Attackers Harvest FTP Credentials With New Crimeware Toolkit

San Jose-based Finjan, a security company specializing in Web gateway solutions, announced today that it uncovered a database containing more than 8,700 harvested FTP account credentials, including usernames, passwords and server addresses, spread through a malicious toolkit, which cyber criminals use to harvest the information.

The information was available for blackmarket trade, along with the NeoSploit version 2 crimeware toolkit, a malicious application specifically designed to abuse and trade stolen FTP account credentials from numerous legitimate companies. The malware is subsequently distributed to other criminals who use the malicious code on high traffic Web sites for their own financial gain.

The findings were discovered by researchers at Finjan's Malicious Code Research Center with the company's Web analysis tool and published in its monthly report. The analysis showed that a standalone application was found at the backend of the malicious server, which enabled behind-the-scene information trading.

The whole package, which includes the FTP server credentials as well as the Neosploit malicious toolkit, acts as Software as a Service for criminals because it supports multiple users, Finjan researchers say. Attackers use a sophisticated trading interface to classify the stolen accounts by the FTP server's country of origin and the compromised site's Google page ranking. This information enables attackers to determine cost of the compromised FTP credentials for resale to cybercriminals or to leverage themselves in an attack against the more prominent Web sites. Finjan researchers believe that the amount of money that criminals pay for the malware is minimal, likely in the neighborhood of $100.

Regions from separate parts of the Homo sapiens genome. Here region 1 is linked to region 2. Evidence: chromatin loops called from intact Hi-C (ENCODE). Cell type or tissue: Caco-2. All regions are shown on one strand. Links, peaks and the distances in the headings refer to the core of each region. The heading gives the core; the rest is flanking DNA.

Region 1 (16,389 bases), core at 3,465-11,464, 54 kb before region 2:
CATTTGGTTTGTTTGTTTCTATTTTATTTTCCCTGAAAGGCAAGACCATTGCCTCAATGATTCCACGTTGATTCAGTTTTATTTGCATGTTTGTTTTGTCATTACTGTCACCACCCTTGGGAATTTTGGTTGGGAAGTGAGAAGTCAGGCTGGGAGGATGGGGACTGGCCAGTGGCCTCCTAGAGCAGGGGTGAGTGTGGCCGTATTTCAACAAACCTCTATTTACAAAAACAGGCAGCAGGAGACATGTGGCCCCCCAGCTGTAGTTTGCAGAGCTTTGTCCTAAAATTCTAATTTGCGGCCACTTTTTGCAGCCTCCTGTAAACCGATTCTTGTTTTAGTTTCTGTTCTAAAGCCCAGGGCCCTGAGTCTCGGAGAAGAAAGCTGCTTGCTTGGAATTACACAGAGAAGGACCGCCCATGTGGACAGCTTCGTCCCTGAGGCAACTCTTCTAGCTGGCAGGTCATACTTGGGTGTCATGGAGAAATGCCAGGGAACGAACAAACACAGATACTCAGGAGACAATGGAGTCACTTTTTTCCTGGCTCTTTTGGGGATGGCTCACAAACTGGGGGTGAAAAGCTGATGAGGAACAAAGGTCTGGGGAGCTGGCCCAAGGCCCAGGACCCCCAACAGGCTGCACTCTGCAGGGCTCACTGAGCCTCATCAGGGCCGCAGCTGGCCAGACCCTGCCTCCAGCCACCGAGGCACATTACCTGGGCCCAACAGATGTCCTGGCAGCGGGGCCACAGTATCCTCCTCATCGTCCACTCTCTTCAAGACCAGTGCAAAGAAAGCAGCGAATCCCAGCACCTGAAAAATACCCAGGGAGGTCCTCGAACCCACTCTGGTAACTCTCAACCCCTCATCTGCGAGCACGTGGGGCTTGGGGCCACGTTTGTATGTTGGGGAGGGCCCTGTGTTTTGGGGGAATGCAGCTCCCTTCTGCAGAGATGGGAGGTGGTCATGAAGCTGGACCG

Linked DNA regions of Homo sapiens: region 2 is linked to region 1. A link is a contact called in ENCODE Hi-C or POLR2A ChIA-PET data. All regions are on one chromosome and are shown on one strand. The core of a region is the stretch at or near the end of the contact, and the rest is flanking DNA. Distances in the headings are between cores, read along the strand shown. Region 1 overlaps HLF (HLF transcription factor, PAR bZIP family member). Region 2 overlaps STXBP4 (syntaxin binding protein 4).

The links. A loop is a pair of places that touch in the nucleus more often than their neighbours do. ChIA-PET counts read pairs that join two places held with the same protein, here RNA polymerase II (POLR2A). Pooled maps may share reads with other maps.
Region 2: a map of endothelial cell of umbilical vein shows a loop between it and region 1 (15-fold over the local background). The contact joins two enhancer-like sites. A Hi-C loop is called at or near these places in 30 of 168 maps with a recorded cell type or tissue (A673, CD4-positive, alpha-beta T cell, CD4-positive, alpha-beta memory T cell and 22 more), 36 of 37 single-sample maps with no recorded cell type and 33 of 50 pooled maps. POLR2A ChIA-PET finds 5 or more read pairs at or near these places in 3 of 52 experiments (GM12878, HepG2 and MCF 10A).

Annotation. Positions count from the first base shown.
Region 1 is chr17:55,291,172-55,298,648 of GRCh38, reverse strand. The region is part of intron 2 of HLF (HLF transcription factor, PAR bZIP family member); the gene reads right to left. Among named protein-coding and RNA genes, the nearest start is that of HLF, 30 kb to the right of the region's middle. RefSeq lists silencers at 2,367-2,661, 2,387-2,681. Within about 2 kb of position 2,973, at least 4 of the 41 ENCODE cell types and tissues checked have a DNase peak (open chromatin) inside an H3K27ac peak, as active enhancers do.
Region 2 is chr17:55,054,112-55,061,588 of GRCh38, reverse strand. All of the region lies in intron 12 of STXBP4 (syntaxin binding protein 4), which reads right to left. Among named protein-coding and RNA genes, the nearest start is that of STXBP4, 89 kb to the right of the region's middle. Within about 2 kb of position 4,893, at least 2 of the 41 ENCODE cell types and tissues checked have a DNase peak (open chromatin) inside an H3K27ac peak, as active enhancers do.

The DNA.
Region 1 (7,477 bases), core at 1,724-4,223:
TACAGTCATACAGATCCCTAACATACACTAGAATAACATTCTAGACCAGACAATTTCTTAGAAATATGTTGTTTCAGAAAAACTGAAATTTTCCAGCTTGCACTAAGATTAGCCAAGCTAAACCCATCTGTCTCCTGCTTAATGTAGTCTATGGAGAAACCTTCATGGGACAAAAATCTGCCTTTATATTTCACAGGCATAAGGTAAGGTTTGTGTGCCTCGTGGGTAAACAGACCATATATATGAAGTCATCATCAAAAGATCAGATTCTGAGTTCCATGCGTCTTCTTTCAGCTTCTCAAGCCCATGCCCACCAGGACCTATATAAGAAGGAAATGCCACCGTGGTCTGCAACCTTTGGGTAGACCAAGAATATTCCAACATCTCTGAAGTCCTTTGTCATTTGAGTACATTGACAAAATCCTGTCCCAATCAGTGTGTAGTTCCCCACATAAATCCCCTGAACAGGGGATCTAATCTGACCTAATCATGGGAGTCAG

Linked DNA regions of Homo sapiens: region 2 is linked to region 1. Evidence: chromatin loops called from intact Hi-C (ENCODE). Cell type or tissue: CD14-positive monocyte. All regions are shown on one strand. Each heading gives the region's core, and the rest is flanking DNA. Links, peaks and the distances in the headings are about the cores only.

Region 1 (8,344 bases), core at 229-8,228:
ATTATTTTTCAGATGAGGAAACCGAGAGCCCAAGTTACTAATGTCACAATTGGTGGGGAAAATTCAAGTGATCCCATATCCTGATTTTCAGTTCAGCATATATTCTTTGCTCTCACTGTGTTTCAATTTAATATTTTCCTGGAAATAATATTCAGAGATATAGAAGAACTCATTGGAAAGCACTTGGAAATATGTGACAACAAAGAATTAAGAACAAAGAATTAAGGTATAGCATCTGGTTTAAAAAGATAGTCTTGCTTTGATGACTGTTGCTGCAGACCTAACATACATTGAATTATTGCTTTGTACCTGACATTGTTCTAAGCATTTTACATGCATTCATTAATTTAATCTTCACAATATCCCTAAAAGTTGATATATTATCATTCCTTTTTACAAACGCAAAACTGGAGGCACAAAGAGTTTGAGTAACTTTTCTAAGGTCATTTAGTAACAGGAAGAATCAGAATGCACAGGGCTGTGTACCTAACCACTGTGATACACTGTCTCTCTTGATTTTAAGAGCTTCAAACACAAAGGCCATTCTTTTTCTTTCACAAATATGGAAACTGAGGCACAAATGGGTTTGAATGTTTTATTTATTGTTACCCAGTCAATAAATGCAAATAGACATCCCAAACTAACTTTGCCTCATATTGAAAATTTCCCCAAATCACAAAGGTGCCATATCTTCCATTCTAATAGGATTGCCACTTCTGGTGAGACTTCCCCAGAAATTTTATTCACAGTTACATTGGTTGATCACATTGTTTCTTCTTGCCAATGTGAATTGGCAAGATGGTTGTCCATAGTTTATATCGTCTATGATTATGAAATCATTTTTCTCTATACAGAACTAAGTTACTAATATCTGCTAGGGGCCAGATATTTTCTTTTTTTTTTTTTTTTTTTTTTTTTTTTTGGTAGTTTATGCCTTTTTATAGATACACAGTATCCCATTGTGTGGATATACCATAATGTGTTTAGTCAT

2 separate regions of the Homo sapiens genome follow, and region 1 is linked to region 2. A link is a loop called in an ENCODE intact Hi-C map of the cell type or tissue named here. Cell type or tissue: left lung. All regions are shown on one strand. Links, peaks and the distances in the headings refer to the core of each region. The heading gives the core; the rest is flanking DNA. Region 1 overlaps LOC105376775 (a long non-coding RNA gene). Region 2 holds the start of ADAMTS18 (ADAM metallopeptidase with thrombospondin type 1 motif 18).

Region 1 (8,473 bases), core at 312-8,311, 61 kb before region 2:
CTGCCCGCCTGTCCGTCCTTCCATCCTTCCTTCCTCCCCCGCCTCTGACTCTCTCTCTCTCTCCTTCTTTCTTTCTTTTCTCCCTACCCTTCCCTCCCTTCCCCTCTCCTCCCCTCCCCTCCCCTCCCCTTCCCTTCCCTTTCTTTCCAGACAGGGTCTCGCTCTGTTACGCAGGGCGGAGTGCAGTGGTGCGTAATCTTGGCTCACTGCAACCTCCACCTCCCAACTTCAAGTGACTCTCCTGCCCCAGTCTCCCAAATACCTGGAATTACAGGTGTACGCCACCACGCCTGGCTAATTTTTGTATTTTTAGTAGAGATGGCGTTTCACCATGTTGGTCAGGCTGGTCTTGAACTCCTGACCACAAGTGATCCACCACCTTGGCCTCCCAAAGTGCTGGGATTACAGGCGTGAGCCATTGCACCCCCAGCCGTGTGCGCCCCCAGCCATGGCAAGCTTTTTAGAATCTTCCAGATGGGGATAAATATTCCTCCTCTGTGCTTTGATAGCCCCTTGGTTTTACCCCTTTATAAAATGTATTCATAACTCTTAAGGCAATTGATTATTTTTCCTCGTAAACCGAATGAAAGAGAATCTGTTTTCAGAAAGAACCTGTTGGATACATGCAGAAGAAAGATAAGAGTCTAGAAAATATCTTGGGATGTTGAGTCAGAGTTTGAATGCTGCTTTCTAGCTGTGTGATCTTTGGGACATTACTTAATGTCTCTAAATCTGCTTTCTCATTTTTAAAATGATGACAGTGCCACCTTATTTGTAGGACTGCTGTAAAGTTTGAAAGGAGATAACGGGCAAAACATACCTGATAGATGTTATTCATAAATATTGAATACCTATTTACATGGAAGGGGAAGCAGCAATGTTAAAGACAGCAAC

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Attackers use the credentials to infiltrate corporate Web servers in order inject crimeware onto the legitimate servers of public companies, government agencies and financial institutions to steal critical information such as pass codes, bank account and social security numbers.

Researchers say that malware bought and sold over the black market has been detected on some of the world's top 100 domains, ranked by Among the stolen accounts are those belonging to Fortune-level global companies in a wide range of industries, including manufacturing, telecom, media, online retail and IT, as well as numerous government agencies. So far, more than 2,300 of the FTP server credentials are from the U.S., a Finjan spokesperson said.

Finjan execs say that the SaaS model, mimicked by the NeoSploit toolkit, significantly opens up new and increased crimeware possibilities for attackers.

"Software-as-a-Service has been evolving for sometime, but until now, it has been applied only to legitimate applications," said Yuval Ben-Itzhak, Finjan chief technology officer, in a written statement. "With this new trading application, cybercriminals have an instant 'solution' to their 'problem' of gaining access to FTP credentials and thus infecting both the legitimate Web sites and its unsuspecting visitors. All of this can be easily achieved with just one push of a button."